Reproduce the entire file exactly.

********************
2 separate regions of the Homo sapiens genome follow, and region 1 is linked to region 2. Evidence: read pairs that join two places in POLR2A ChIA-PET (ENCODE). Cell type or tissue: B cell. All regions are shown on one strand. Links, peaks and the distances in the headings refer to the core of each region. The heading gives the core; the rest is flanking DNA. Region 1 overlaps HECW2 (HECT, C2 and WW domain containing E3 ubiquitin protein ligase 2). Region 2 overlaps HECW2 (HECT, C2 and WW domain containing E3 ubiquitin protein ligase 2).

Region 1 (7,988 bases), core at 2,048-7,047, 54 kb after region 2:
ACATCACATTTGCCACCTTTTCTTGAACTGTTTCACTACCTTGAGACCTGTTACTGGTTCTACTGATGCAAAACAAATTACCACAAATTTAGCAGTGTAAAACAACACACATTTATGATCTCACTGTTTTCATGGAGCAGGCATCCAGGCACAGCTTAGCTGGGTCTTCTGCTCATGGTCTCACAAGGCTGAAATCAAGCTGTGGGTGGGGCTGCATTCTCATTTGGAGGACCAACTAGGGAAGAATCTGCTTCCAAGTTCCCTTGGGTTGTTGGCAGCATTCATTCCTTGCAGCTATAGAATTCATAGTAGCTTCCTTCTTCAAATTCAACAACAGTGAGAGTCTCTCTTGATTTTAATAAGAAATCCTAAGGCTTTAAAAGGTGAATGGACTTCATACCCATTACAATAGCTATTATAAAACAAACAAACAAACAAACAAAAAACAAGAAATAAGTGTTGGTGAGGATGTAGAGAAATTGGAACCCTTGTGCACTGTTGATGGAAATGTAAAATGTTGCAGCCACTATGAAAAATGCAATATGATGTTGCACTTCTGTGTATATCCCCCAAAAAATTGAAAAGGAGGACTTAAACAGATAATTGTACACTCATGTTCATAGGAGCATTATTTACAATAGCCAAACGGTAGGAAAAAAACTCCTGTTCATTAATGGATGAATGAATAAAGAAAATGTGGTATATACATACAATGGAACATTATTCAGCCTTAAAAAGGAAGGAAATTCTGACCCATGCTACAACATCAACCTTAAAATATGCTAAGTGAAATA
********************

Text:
2 separate regions of the Homo sapiens genome follow, and region 1 is linked to region 2. Evidence: read pairs that join two places in POLR2A ChIA-PET (ENCODE). Cell type or tissue: B cell. All regions are shown on one strand. Links, peaks and the distances in the headings refer to the core of each region. The heading gives the core; the rest is flanking DNA. Region 1 overlaps HECW2 (HECT, C2 and WW domain containing E3 ubiquitin protein ligase 2). Region 2 overlaps HECW2 (HECT, C2 and WW domain containing E3 ubiquitin protein ligase 2).

Region 1 (7,988 bases), core at 2,048-7,047, 54 kb after region 2:
ACATCACATTTGCCACCTTTTCTTGAACTGTTTCACTACCTTGAGACCTGTTACTGGTTCTACTGATGCAAAACAAATTACCACAAATTTAGCAGTGTAAAACAACACACATTTATGATCTCACTGTTTTCATGGAGCAGGCATCCAGGCACAGCTTAGCTGGGTCTTCTGCTCATGGTCTCACAAGGCTGAAATCAAGCTGTGGGTGGGGCTGCATTCTCATTTGGAGGACCAACTAGGGAAGAATCTGCTTCCAAGTTCCCTTGGGTTGTTGGCAGCATTCATTCCTTGCAGCTATAGAATTCATAGTAGCTTCCTTCTTCAAATTCAACAACAGTGAGAGTCTCTCTTGATTTTAATAAGAAATCCTAAGGCTTTAAAAGGTGAATGGACTTCATACCCATTACAATAGCTATTATAAAACAAACAAACAAACAAACAAAAAACAAGAAATAAGTGTTGGTGAGGATGTAGAGAAATTGGAACCCTTGTGCACTGTTGATGGAAATGTAAAATGTTGCAGCCACTATGAAAAATGCAATATGATGTTGCACTTCTGTGTATATCCCCCAAAAAATTGAAAAGGAGGACTTAAACAGATAATTGTACACTCATGTTCATAGGAGCATTATTTACAATAGCCAAACGGTAGGAAAAAAACTCCTGTTCATTAATGGATGAATGAATAAAGAAAATGTGGTATATACATACAATGGAACATTATTCAGCCTTAAAAAGGAAGGAAATTCTGACCCATGCTACAACATCAACCTTAAAATATGCTAAGTGAAATA